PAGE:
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Old 28-12-2016, 06:30   #61
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Re: The Trauma When a Foodie Goes Liveaboard

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Do tell! I have only ever baked potatoes. Do they make manifolds with a flat spot for Dutch ovens?
Baked potatoes, fish, veggies....wrap in foil and toss on manifold.

Could add a flat bit of cast iron to the manifold for slow cooking while under power.

Internal combustion is obcenely inefficient...might as well use all that waste heat.
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Old 29-12-2016, 11:04   #62
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Re: The Trauma When a Foodie Goes Liveaboard

Nesting pots that can be put into an oven, a small stove top pressure cooker is pretty much what you need along with a good kitchen Knife. The only thing I could see adding is a portable swing stove of some form to cook stuff if its ruff while underway.
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Old 29-12-2016, 11:15   #63
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Re: The Trauma When a Foodie Goes Liveaboard

Mentioned earlier, Chinese cleavers are great. Cuts Dyneema like a champ too!
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Old 29-12-2016, 11:18   #64
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Re: The Trauma When a Foodie Goes Liveaboard

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Mentioned earlier, Chinese cleavers are grea.! Cuts Dyneema like a champ too!
Off topic aside... I had a cleaver made from properganda leaflet holding shells fired from China onto Kinmen (Taiwan's fortress island right off Xiamen). My friend gifted it to me and claims the metal quality was superior because they were designed to stay in large piece and not cause sharpenel.

I wish I knew what happened to it... I think it may have ended up with one of the kids.
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Old 29-12-2016, 11:22   #65
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Re: The Trauma When a Foodie Goes Liveaboard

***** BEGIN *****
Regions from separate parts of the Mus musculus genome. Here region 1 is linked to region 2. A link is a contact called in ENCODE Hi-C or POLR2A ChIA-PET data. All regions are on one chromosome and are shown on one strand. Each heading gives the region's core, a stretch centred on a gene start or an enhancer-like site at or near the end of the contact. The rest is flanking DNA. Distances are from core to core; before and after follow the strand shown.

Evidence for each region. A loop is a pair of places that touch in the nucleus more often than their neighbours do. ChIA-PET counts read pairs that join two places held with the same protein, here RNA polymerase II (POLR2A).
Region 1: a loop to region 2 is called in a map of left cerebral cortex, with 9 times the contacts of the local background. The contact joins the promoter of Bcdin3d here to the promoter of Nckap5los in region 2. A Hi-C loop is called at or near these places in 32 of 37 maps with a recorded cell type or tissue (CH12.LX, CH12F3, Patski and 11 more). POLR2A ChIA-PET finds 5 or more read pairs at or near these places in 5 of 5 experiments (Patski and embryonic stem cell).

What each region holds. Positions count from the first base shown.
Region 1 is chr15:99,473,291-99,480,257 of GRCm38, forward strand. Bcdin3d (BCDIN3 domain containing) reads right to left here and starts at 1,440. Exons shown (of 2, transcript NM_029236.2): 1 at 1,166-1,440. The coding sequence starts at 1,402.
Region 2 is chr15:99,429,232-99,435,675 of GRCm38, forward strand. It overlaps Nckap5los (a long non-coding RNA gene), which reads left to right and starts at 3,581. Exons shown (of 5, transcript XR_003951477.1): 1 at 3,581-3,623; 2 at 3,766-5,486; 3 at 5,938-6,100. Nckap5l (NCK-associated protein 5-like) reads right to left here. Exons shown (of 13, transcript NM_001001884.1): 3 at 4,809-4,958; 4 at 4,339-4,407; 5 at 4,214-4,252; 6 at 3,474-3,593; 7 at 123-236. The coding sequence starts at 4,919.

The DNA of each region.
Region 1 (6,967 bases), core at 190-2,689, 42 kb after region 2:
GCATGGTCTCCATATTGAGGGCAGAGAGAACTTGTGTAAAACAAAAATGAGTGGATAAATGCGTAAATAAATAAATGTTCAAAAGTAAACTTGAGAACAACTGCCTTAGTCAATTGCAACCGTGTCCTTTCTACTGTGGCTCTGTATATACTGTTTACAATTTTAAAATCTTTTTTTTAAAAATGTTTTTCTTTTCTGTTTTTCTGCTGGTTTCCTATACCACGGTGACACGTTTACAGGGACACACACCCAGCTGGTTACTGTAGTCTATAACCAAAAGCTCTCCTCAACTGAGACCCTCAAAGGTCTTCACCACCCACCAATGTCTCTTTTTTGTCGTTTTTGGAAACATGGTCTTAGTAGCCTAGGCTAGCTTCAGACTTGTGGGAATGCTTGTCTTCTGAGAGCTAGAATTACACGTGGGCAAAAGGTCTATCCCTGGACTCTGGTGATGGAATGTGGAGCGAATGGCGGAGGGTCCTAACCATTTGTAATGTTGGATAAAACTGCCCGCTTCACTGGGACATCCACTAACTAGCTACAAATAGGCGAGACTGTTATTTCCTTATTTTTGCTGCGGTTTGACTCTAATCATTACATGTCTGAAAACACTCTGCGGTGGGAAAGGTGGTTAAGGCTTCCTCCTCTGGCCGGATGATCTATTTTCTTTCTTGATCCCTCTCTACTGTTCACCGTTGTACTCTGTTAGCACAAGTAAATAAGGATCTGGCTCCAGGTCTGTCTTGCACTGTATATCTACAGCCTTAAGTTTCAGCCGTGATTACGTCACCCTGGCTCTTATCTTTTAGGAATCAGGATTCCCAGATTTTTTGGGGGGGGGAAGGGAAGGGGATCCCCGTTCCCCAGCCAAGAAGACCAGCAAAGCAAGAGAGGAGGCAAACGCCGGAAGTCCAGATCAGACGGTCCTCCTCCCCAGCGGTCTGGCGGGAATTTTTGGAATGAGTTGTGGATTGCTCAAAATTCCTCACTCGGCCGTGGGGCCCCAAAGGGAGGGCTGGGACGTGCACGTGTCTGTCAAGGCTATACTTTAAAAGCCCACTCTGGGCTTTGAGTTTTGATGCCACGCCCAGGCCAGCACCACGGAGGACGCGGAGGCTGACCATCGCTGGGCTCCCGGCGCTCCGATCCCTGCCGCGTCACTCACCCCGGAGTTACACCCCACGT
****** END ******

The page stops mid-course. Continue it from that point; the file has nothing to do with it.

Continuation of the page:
Personally I avoid Chinese tools wherever possible. These cleavers though, wicked sharp!
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Old 29-12-2016, 12:53   #66
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Re: The Trauma When a Foodie Goes Liveaboard

A wee bit off topic, but you saw Delancey's pic of the cleaver, and may have noticed the rust on it...Just like Jim's Chinese cleaver, and mine, if i would let it. Mine is usually shiny, because I use really fine wet-or-dry, to de-scale it. It is purely an aesthetic consideration, for me, there is no transfer of the rust onto the food.

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Old 30-12-2016, 12:26   #67
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Re: The Trauma When a Foodie Goes Liveaboard

I'm a really big Breville fan and would suggest picking up their All In One. It's a high quality food processing unit that is very compact, easy to store on a boat and allows you to get very creative while cooking in limited space . It does blending, whisking, mashing, chopping and slicing in one small unit.

https://www.breville.ca/all-in-one.html

I'd also grab their Fast/Slow Cooker which is actually a pressure/slow cooker. I don't live aboard but in the summer on my sailboat for week's on end and I use it to sautť and cook meals quickly with limited power. I'm able to make rice dishes, beans, stews, curries in little as 20 min and fall of the bone meat in 40 min. The pressure also infuses the flavors beautifully if you use it right.

Good luck with living the dream. I still have another 25 years.
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Old 30-12-2016, 17:57   #68
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Re: The Trauma When a Foodie Goes Liveaboard